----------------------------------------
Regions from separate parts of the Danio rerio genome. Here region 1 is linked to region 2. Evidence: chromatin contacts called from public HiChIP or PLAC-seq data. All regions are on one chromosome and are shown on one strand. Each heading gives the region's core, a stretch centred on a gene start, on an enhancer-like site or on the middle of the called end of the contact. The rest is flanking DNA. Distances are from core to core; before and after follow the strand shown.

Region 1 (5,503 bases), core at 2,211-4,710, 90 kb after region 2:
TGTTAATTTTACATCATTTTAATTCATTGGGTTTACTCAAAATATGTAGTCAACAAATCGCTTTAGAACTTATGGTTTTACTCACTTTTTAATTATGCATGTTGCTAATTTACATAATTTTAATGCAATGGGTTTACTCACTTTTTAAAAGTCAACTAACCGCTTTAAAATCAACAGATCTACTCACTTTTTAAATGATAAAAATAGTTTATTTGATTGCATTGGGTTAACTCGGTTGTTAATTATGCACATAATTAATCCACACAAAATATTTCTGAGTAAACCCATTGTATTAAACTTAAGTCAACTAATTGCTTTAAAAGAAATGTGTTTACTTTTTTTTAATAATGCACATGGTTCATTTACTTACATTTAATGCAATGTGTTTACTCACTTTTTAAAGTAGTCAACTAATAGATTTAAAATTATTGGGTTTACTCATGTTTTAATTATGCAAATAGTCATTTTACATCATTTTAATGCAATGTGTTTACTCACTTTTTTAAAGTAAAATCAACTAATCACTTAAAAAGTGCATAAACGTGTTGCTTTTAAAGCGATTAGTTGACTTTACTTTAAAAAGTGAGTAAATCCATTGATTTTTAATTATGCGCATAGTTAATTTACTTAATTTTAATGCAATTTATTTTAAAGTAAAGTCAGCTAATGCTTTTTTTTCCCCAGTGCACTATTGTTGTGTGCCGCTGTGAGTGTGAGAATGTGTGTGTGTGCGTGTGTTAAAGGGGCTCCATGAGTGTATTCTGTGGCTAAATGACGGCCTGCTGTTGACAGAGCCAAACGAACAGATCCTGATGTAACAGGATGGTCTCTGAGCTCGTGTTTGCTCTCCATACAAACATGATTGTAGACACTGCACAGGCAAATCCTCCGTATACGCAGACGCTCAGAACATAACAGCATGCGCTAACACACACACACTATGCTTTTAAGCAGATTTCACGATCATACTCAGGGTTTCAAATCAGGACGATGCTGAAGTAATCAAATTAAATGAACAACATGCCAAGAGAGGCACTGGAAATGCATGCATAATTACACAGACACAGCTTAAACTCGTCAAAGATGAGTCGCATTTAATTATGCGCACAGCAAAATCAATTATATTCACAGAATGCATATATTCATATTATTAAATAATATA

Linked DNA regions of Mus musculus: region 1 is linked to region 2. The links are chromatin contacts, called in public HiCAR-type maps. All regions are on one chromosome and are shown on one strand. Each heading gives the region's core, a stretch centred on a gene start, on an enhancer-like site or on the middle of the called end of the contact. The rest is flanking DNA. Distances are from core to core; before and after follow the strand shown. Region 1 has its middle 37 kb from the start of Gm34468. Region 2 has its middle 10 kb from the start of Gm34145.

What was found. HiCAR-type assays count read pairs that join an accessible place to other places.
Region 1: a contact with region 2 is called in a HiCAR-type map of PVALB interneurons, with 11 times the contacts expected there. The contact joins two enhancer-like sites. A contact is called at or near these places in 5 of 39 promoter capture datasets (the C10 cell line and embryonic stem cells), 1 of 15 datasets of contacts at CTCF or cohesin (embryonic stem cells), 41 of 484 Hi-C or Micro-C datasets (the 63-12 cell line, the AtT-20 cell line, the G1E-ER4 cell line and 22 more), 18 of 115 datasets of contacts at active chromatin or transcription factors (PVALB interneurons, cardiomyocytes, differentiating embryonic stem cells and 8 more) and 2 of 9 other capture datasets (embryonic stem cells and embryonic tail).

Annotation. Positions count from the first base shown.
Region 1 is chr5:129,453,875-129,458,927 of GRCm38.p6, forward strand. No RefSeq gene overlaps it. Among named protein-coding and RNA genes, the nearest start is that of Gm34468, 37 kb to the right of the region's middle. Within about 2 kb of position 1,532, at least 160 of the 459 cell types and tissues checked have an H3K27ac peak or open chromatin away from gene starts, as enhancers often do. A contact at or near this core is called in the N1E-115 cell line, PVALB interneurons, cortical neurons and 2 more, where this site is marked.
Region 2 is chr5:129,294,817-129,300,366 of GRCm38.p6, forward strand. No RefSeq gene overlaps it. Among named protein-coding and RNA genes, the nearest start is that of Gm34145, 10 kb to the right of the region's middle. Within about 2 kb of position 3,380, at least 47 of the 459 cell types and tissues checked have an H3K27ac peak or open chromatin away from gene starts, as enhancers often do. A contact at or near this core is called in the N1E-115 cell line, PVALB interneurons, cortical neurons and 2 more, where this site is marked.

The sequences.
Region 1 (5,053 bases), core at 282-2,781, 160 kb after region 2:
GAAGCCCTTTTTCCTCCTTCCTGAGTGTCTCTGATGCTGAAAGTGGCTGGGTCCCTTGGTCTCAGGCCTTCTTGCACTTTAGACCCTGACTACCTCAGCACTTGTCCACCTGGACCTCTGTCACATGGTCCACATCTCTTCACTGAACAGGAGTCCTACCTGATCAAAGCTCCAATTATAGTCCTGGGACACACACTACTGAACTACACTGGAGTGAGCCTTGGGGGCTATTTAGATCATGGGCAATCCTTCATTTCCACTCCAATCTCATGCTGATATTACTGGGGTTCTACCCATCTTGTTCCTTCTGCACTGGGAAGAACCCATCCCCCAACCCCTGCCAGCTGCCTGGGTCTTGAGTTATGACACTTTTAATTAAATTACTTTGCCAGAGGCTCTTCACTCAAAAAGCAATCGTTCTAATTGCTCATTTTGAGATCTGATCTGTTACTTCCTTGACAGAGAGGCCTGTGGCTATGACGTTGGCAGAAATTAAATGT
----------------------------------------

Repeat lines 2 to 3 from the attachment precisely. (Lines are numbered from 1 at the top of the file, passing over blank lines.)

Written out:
Region 1 (5,503 bases), core at 2,211-4,710, 90 kb after region 2:
TGTTAATTTTACATCATTTTAATTCATTGGGTTTACTCAAAATATGTAGTCAACAAATCGCTTTAGAACTTATGGTTTTACTCACTTTTTAATTATGCATGTTGCTAATTTACATAATTTTAATGCAATGGGTTTACTCACTTTTTAAAAGTCAACTAACCGCTTTAAAATCAACAGATCTACTCACTTTTTAAATGATAAAAATAGTTTATTTGATTGCATTGGGTTAACTCGGTTGTTAATTATGCACATAATTAATCCACACAAAATATTTCTGAGTAAACCCATTGTATTAAACTTAAGTCAACTAATTGCTTTAAAAGAAATGTGTTTACTTTTTTTTAATAATGCACATGGTTCATTTACTTACATTTAATGCAATGTGTTTACTCACTTTTTAAAGTAGTCAACTAATAGATTTAAAATTATTGGGTTTACTCATGTTTTAATTATGCAAATAGTCATTTTACATCATTTTAATGCAATGTGTTTACTCACTTTTTTAAAGTAAAATCAACTAATCACTTAAAAAGTGCATAAACGTGTTGCTTTTAAAGCGATTAGTTGACTTTACTTTAAAAAGTGAGTAAATCCATTGATTTTTAATTATGCGCATAGTTAATTTACTTAATTTTAATGCAATTTATTTTAAAGTAAAGTCAGCTAATGCTTTTTTTTCCCCAGTGCACTATTGTTGTGTGCCGCTGTGAGTGTGAGAATGTGTGTGTGTGCGTGTGTTAAAGGGGCTCCATGAGTGTATTCTGTGGCTAAATGACGGCCTGCTGTTGACAGAGCCAAACGAACAGATCCTGATGTAACAGGATGGTCTCTGAGCTCGTGTTTGCTCTCCATACAAACATGATTGTAGACACTGCACAGGCAAATCCTCCGTATACGCAGACGCTCAGAACATAACAGCATGCGCTAACACACACACACTATGCTTTTAAGCAGATTTCACGATCATACTCAGGGTTTCAAATCAGGACGATGCTGAAGTAATCAAATTAAATGAACAACATGCCAAGAGAGGCACTGGAAATGCATGCATAATTACACAGACACAGCTTAAACTCGTCAAAGATGAGTCGCATTTAATTATGCGCACAGCAAAATCAATTATATTCACAGAATGCATATATTCATATTATTAAATAATATA